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Poetry

“One misty, moisty morning, when cloudy was the weather...”

I can't help it. When I left the house Sunday morning, those lines popped into my head, as they always do on days when a soft mist shrouds the slough.

I'm not the only one. Due to an overdeveloped sense of curiously, I looked up that particular poem and found that it dates back to 1690. Made me smile, to think of 330 years of foggy mornings and the thousands, even millions of people reciting those lines to themselves.

Yet the actual poem has nothing to do with the weather.

Poetry is like that, a moment or a line can take your mind to a place you never expected to go. When our son hears “Afghanistan,” he’s taken to a Rudyard Kipling poem. “When you're wounded and left on Afghanistan's plains and the women come out to cut up what remains, roll to your rifle and blow out your brains and go to your God like a soldier.” It's a little grim, but he spent a few years in the Marine Corps so, you know. It does make you wish our leaders would read some appropriate poetry before getting us involved in places where getting involved never seems to end well.

Three times in my life, people have sent me the same Marge Piercy poem, which appears to compare me to a water buffalo. Believe it or not, it's the nicest compliment I’ve ever been paid.

I've never really understood poetry. It's such a powerful medium, and kind of inscrutable. I think I know the difference between a good poem and a bad poem, but I’d certainly keep my opinions to myself and I never, ever try to write poetry. The last poem I attempted was in about fourth grade when I looked at a baling crew and was moved to write, “What, what do they say, up to their necks in hay.” A few years after I wrote those lines, I joined the baling crew myself and the experience became a lot less poetical.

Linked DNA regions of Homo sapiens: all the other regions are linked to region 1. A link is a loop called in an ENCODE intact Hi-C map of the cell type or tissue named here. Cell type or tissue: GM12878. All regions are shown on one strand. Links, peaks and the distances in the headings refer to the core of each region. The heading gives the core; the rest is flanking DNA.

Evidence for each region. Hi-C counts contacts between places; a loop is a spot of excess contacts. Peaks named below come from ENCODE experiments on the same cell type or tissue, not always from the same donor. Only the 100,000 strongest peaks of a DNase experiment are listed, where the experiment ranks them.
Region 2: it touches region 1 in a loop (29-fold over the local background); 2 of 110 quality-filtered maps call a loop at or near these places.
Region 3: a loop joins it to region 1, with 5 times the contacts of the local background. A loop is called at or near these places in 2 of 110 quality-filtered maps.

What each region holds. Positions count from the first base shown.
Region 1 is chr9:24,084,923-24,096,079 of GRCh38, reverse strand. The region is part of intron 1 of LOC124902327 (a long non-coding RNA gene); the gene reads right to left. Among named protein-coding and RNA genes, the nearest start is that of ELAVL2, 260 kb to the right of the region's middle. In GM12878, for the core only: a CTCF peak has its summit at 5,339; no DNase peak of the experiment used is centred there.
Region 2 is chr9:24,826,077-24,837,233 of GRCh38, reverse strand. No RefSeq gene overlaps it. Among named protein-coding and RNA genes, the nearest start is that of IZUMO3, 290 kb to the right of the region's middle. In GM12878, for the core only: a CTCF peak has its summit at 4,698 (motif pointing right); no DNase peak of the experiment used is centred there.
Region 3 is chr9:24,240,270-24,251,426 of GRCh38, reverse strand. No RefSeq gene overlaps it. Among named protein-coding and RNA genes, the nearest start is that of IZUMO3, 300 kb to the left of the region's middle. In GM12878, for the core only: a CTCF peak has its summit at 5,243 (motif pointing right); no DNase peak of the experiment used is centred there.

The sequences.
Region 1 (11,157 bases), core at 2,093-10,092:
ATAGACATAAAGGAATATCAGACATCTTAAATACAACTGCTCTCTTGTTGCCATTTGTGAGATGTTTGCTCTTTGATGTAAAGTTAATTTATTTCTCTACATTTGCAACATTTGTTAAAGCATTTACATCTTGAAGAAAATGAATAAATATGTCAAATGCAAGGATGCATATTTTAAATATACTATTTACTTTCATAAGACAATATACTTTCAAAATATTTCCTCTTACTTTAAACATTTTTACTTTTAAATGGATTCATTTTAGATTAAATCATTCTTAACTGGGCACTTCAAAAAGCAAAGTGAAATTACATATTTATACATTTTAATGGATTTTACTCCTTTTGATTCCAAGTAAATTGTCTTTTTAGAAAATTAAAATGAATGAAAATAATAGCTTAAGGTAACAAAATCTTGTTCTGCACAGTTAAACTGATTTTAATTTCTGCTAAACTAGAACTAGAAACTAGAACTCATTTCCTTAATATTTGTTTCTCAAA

I've known a few poets, and they can be just as inscrutable as their poems. The talent that turns mundane into condensed magic doesn't necessarily make for a person who is competent at navigating grocery stores or tax forms.

But that's okay. The tradeoff is worth it. A friend of mine once wrote a poem titled, “Playing the Black Piano for the Angel of Death.” It was about a time when he was sitting with a friend who was close to death and the friend asked him to play something. He sat down at the piano and thought to himself, “These may be the last sounds this good man hears on this earth.” It was a moment that called for something a little deeper than “Chopsticks,” and it probably took a poet to understand that. Because he lived through that moment and was able to write about it, it changed the way I look at the world, and changed the way I move through those moments when everything you do or say matters.

Just something I was thinking about on a misty moisty morning when I left the house to do chores. I recited it first to the ducks, but they didn't care.

I hope you do.

Copyright 2023 Brent Olson

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